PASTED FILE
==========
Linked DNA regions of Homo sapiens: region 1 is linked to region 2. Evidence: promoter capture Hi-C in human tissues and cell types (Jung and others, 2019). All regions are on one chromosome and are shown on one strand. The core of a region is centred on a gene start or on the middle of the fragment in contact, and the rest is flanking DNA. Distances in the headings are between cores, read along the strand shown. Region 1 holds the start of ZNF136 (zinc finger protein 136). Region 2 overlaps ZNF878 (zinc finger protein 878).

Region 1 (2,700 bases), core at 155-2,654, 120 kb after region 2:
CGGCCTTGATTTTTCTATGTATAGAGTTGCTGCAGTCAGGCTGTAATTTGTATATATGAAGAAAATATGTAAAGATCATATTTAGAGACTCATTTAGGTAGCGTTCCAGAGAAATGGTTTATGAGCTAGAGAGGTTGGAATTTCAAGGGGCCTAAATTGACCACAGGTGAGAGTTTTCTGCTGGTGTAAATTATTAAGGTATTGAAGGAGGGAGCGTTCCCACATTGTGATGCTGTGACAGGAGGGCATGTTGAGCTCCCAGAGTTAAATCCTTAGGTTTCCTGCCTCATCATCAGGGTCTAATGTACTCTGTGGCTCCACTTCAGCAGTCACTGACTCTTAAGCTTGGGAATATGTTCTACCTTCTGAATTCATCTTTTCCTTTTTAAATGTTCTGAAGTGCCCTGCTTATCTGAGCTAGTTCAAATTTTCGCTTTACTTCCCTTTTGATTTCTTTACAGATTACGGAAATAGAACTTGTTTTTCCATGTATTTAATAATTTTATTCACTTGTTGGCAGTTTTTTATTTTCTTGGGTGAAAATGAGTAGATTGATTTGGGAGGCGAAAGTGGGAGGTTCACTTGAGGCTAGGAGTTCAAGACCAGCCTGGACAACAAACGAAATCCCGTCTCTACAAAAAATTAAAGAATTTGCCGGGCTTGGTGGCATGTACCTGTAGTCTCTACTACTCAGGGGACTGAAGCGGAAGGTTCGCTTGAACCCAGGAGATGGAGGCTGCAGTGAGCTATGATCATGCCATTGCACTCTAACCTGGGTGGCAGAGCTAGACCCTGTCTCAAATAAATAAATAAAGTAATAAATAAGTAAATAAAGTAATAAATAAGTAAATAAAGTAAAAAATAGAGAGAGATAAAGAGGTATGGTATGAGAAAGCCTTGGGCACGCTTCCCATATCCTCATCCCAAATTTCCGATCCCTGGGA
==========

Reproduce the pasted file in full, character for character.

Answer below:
Linked DNA regions of Homo sapiens: region 1 is linked to region 2. Evidence: promoter capture Hi-C in human tissues and cell types (Jung and others, 2019). All regions are on one chromosome and are shown on one strand. The core of a region is centred on a gene start or on the middle of the fragment in contact, and the rest is flanking DNA. Distances in the headings are between cores, read along the strand shown. Region 1 holds the start of ZNF136 (zinc finger protein 136). Region 2 overlaps ZNF878 (zinc finger protein 878).

Region 1 (2,700 bases), core at 155-2,654, 120 kb after region 2:
CGGCCTTGATTTTTCTATGTATAGAGTTGCTGCAGTCAGGCTGTAATTTGTATATATGAAGAAAATATGTAAAGATCATATTTAGAGACTCATTTAGGTAGCGTTCCAGAGAAATGGTTTATGAGCTAGAGAGGTTGGAATTTCAAGGGGCCTAAATTGACCACAGGTGAGAGTTTTCTGCTGGTGTAAATTATTAAGGTATTGAAGGAGGGAGCGTTCCCACATTGTGATGCTGTGACAGGAGGGCATGTTGAGCTCCCAGAGTTAAATCCTTAGGTTTCCTGCCTCATCATCAGGGTCTAATGTACTCTGTGGCTCCACTTCAGCAGTCACTGACTCTTAAGCTTGGGAATATGTTCTACCTTCTGAATTCATCTTTTCCTTTTTAAATGTTCTGAAGTGCCCTGCTTATCTGAGCTAGTTCAAATTTTCGCTTTACTTCCCTTTTGATTTCTTTACAGATTACGGAAATAGAACTTGTTTTTCCATGTATTTAATAATTTTATTCACTTGTTGGCAGTTTTTTATTTTCTTGGGTGAAAATGAGTAGATTGATTTGGGAGGCGAAAGTGGGAGGTTCACTTGAGGCTAGGAGTTCAAGACCAGCCTGGACAACAAACGAAATCCCGTCTCTACAAAAAATTAAAGAATTTGCCGGGCTTGGTGGCATGTACCTGTAGTCTCTACTACTCAGGGGACTGAAGCGGAAGGTTCGCTTGAACCCAGGAGATGGAGGCTGCAGTGAGCTATGATCATGCCATTGCACTCTAACCTGGGTGGCAGAGCTAGACCCTGTCTCAAATAAATAAATAAAGTAATAAATAAGTAAATAAAGTAATAAATAAGTAAATAAAGTAAAAAATAGAGAGAGATAAAGAGGTATGGTATGAGAAAGCCTTGGGCACGCTTCCCATATCCTCATCCCAAATTTCCGATCCCTGGGA